In Brief

In Brief The heart relic of St Camillus de Lellis
Christian unity is necessary measure against violence

At a gathering of Middle East leaders coinciding with the Week of Prayer for Christian Unity, the Syriac Orthodox patriarch emphasised the need to unify efforts against extremism and terrorism.

“A hundred years after the genocide during the Ottoman Empire and major displacements”, Christians in the region are still facing similar circumstances, said Syriac Orthodox Patriarch Ignatius Aphrem II of Antioch. “Many of our churches have been destroyed and hundreds of thousands of our Christian brothers have been forced to migrate from the land of their fathers,” he said. “To whose benefit is it if the region is emptied of Christians?”

 

Indonesian politician freed after blasphemy sentence

An Indonesian Christian, the former governor of Jakarta was released from jail on January 24, completing a two-year long sentence for alleged blasphemy against Islam. Basuki Tjahaja Purnama, a Chinese Christian, was Jakarta’s governor from 2014 to 2017.

He was sentenced to prison that year, after being convicted of blasphemy after he charged that his opponents in his re-election race misused a Quranic verse about Muslims being ruled by non-Muslims. A video of his comments with inaccurate subtitles was later released. Hundreds of Muslim protestors gathered outside the court and called for his imprisonment.

Similar demonstrations of 150,000 people had twice occurred against the governor. The protests were largely supported by the Islamic Defenders Front, a group that has previously been involved with violence against Christians and Shia Muslim groups.

 

Heart relic journeys to Philippines for health prayers

A heart relic of a saint is being sent to the Philippines during the’heart month’ of February. The heart relic of St Camillus de Lellis, patron of the sick, doctors, nurses, and health workers, will arrive on February 2 and remain in the country until the end of March.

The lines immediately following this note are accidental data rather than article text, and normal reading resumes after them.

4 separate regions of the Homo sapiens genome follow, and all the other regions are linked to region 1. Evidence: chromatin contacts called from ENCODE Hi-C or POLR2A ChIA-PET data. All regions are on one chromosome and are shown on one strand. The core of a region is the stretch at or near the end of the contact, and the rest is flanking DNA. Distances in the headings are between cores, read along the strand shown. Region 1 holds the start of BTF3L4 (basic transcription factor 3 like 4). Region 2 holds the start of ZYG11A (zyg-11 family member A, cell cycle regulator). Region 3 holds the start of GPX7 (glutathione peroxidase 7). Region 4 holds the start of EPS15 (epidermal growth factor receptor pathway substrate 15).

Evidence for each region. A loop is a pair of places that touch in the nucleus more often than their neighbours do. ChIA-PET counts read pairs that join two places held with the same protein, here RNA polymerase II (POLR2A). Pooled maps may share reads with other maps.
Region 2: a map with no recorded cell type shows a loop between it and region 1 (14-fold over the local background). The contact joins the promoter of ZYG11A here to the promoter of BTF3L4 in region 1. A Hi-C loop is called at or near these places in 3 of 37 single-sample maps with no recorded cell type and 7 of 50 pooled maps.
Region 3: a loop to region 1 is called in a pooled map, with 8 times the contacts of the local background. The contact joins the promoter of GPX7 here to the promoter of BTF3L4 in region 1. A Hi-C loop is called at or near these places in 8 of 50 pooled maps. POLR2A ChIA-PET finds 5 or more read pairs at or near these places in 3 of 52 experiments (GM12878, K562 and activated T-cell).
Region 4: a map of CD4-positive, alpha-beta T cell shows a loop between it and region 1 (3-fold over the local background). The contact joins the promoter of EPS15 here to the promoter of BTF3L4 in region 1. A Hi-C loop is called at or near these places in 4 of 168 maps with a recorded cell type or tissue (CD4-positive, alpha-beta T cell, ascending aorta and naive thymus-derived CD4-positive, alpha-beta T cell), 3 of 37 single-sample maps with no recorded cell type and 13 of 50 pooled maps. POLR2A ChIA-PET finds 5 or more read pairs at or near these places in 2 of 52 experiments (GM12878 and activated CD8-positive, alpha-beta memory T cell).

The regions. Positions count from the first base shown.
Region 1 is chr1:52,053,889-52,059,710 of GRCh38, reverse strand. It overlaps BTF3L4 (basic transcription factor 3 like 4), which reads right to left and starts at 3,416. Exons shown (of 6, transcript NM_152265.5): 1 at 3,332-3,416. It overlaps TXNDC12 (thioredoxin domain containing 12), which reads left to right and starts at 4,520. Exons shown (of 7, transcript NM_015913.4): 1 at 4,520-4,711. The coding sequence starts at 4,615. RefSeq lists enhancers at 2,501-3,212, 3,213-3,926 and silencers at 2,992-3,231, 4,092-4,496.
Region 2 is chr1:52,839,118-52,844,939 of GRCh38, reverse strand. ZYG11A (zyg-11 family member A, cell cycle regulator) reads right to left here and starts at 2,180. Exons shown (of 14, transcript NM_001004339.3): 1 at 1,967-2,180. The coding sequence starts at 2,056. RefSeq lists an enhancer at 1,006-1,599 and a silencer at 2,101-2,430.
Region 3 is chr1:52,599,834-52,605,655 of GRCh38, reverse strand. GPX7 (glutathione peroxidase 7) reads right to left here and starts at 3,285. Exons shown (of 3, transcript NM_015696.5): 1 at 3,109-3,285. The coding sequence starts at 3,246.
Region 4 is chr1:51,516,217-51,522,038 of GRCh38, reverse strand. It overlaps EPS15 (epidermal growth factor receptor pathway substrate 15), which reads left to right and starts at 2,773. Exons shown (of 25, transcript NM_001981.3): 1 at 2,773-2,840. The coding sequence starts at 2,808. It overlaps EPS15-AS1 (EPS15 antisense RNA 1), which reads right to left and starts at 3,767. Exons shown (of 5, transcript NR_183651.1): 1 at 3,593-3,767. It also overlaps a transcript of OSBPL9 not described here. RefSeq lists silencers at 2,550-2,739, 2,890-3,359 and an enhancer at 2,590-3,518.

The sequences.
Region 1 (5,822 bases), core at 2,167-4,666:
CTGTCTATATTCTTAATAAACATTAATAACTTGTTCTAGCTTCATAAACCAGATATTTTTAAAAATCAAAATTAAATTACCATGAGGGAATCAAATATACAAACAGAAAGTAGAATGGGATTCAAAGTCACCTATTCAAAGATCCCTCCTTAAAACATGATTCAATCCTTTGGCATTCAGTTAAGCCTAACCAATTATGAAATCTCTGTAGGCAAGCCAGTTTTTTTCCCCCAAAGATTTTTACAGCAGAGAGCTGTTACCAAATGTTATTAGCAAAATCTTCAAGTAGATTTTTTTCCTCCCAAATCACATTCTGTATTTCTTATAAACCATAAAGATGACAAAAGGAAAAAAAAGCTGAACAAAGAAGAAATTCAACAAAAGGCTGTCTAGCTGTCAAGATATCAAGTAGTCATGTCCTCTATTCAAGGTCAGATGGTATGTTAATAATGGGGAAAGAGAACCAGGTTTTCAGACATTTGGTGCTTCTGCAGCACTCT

Bishop Oscar Florencio, member of the Episcopal Commission on Health Care of the bishops’ conference, called the visit a “grace from God”. “There are many requests to have the relic [of St Camllius] visit their place…but by the grace of God we were given this chance,” Bishop Florencio said.

 

Schools risk ‘shutdown’ in Fiji

The Catholic Church in Fiji is prepared to shut down all of its 44 primary and 19 secondary schools if the government continues to elect non-Catholics as the head of those schools. Fiji’s education ministry recently named two non-Catholics as principals of St Thomas High in Lautoka and Xavier College in Ba. The Church is now calling for greater autonomy in the governance of its schools. Archbishop Peter Loy Chong of Suva has said he is prepared to close the local schools, but will only do so if Catholic leaders and government authorities cannot arrive at a solution.

 

Priests and protestors trapped by Venezuelan army

As opposition marches were held across Venezuela, at least 700 supporters of interim president Juan Guaido were trapped in Maturin’s Cathedral of Our Lady of Mount Carmel for several hours, besieged by the Venezuelan Army.

Bishop Enrique Pérez Lavado of Maturin reported that seminarians, priests, and some 700 people participating in the demonstration were besieged in the cathedral, with the military “trying to break their way inside”, according to the Venezuelan bishops’ conference on Twitter. The people took refuge in the cathedral due to repression by the regime’s security forces and by pro-government groups.

After more than three hours trapped inside the Maturín cathedral, the group of opposition supporters managed to begin leaving at 5pm. The opposition marches were supported by the Venezuelan bishops, some of whom participated.

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